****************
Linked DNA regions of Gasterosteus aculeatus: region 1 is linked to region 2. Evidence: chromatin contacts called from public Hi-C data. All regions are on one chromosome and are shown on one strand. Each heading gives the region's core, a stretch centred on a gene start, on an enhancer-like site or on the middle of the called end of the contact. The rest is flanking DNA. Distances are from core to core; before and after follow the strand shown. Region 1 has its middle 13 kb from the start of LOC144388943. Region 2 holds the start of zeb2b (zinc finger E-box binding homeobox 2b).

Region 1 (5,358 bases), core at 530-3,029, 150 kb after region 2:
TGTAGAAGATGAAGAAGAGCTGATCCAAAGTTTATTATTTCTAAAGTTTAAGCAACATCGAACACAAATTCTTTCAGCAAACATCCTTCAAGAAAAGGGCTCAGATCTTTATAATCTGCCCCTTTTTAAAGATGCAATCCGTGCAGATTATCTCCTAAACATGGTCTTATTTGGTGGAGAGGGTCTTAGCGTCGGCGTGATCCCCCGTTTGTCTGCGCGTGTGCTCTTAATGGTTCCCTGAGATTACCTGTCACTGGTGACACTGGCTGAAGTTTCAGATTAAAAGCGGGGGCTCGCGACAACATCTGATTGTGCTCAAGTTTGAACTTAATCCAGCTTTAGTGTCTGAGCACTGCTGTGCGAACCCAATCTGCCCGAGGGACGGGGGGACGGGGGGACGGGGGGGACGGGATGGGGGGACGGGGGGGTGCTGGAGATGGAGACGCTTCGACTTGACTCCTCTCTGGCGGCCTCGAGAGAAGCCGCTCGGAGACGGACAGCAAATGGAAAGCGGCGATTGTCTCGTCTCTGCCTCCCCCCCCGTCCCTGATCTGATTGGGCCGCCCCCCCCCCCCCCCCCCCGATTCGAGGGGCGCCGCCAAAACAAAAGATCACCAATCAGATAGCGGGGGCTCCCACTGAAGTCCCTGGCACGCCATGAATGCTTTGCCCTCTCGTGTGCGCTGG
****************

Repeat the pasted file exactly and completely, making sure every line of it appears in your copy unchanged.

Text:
Linked DNA regions of Gasterosteus aculeatus: region 1 is linked to region 2. Evidence: chromatin contacts called from public Hi-C data. All regions are on one chromosome and are shown on one strand. Each heading gives the region's core, a stretch centred on a gene start, on an enhancer-like site or on the middle of the called end of the contact. The rest is flanking DNA. Distances are from core to core; before and after follow the strand shown. Region 1 has its middle 13 kb from the start of LOC144388943. Region 2 holds the start of zeb2b (zinc finger E-box binding homeobox 2b).

Region 1 (5,358 bases), core at 530-3,029, 150 kb after region 2:
TGTAGAAGATGAAGAAGAGCTGATCCAAAGTTTATTATTTCTAAAGTTTAAGCAACATCGAACACAAATTCTTTCAGCAAACATCCTTCAAGAAAAGGGCTCAGATCTTTATAATCTGCCCCTTTTTAAAGATGCAATCCGTGCAGATTATCTCCTAAACATGGTCTTATTTGGTGGAGAGGGTCTTAGCGTCGGCGTGATCCCCCGTTTGTCTGCGCGTGTGCTCTTAATGGTTCCCTGAGATTACCTGTCACTGGTGACACTGGCTGAAGTTTCAGATTAAAAGCGGGGGCTCGCGACAACATCTGATTGTGCTCAAGTTTGAACTTAATCCAGCTTTAGTGTCTGAGCACTGCTGTGCGAACCCAATCTGCCCGAGGGACGGGGGGACGGGGGGACGGGGGGGACGGGATGGGGGGACGGGGGGGTGCTGGAGATGGAGACGCTTCGACTTGACTCCTCTCTGGCGGCCTCGAGAGAAGCCGCTCGGAGACGGACAGCAAATGGAAAGCGGCGATTGTCTCGTCTCTGCCTCCCCCCCCGTCCCTGATCTGATTGGGCCGCCCCCCCCCCCCCCCCCCCGATTCGAGGGGCGCCGCCAAAACAAAAGATCACCAATCAGATAGCGGGGGCTCCCACTGAAGTCCCTGGCACGCCATGAATGCTTTGCCCTCTCGTGTGCGCTGG